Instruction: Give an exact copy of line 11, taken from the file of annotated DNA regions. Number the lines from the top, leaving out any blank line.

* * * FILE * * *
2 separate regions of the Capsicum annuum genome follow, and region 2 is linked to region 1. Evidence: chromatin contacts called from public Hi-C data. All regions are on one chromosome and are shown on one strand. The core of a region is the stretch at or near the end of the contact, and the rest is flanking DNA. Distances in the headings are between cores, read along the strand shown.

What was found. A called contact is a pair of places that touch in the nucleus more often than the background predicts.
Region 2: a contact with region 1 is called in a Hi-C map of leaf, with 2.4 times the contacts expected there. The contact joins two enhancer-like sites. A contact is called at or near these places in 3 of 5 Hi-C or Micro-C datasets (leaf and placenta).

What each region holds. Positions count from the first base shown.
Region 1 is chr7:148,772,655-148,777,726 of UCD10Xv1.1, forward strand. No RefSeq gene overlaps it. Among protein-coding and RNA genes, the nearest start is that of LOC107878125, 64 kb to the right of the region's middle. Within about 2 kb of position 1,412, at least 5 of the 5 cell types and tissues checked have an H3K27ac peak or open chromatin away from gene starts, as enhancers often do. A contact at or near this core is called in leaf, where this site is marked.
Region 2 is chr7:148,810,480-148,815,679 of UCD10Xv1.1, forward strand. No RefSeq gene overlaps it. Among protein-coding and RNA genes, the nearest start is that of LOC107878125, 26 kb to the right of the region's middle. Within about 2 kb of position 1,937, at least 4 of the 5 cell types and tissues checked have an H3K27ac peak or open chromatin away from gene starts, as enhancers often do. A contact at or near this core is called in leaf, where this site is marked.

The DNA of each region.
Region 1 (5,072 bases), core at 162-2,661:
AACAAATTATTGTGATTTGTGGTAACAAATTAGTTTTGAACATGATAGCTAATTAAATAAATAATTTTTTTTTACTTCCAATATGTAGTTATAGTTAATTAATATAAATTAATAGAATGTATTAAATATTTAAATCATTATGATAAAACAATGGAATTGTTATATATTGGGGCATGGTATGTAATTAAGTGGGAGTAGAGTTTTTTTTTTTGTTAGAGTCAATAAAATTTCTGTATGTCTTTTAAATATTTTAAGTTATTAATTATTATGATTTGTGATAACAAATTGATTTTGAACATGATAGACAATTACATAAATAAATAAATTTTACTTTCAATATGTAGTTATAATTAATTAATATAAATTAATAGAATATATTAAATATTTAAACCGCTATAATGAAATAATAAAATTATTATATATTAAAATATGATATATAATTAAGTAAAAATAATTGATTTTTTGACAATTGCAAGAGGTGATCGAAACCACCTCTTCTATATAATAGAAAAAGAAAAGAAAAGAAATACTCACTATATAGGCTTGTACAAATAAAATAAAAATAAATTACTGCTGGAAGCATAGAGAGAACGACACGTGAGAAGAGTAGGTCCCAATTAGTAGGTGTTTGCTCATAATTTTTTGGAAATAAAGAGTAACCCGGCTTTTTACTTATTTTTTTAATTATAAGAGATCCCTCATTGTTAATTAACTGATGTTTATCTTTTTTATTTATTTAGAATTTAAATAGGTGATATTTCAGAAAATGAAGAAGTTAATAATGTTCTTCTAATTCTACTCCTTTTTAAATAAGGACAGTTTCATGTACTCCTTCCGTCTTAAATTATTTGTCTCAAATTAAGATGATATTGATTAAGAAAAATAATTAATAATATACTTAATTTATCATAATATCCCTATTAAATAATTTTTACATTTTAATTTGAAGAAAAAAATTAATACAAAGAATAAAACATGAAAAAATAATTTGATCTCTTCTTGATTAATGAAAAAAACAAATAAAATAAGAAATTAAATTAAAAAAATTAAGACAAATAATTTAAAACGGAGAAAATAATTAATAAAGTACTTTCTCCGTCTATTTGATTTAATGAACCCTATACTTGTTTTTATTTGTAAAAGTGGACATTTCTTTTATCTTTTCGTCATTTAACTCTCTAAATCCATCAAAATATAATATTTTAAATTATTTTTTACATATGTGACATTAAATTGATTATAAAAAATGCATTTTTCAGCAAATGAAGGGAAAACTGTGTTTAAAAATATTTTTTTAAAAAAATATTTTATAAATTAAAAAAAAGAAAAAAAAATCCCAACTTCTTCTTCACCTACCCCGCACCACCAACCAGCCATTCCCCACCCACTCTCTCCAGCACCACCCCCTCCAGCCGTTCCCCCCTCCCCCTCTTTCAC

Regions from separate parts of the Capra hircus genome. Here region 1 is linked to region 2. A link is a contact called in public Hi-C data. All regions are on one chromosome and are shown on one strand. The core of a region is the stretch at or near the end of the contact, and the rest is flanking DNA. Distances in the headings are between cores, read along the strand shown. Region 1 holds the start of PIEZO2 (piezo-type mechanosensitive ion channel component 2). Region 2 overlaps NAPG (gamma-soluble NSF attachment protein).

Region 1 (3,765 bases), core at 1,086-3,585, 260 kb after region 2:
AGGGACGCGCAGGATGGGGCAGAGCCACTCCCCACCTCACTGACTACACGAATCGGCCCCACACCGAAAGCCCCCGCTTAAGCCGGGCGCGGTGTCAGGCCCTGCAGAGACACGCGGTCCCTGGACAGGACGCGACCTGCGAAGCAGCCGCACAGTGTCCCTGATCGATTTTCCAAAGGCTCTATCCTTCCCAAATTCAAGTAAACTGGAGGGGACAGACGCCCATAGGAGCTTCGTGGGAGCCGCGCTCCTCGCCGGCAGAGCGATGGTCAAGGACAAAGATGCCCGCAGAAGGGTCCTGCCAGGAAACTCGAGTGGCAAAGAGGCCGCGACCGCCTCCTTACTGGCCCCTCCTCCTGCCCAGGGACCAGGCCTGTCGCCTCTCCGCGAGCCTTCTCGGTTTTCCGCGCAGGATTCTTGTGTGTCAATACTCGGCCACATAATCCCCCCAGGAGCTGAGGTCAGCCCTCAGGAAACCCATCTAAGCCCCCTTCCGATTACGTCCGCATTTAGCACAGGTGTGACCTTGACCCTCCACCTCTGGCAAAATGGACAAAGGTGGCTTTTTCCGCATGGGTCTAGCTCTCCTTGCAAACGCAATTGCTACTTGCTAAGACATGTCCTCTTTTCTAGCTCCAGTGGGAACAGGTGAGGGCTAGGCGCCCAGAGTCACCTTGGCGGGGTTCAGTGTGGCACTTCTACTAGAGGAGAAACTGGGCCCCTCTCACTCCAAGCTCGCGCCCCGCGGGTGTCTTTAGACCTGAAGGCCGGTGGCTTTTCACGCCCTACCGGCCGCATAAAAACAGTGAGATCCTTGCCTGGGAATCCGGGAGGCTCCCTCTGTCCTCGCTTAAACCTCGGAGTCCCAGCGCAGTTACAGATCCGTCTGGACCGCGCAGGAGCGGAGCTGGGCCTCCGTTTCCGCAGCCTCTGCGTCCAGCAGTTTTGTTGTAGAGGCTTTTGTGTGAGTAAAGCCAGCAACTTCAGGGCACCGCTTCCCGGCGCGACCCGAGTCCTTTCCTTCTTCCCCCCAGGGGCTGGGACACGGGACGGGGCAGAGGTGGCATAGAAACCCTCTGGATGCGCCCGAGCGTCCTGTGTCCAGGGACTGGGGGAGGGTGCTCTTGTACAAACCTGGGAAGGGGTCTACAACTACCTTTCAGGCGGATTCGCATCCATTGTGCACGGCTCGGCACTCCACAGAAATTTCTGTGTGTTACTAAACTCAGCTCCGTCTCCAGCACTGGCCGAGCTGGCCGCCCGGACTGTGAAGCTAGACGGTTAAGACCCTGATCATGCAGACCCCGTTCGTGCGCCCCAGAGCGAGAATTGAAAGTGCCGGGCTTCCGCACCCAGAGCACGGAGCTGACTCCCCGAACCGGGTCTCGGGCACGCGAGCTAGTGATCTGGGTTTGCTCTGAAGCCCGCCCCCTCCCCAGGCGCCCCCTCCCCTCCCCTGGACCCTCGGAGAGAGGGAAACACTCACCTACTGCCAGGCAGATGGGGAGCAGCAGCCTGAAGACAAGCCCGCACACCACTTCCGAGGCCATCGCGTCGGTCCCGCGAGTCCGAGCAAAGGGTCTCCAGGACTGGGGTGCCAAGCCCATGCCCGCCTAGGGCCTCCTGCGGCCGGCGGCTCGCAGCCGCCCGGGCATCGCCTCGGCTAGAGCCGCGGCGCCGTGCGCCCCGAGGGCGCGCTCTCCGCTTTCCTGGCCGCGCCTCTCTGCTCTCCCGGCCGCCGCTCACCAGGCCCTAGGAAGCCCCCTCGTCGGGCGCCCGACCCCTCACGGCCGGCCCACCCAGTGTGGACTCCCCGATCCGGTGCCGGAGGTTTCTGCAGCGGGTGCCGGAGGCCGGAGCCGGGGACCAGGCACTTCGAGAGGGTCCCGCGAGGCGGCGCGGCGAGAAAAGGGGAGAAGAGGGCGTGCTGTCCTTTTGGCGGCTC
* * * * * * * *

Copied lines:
Region 1 (3,765 bases), core at 1,086-3,585, 260 kb after region 2: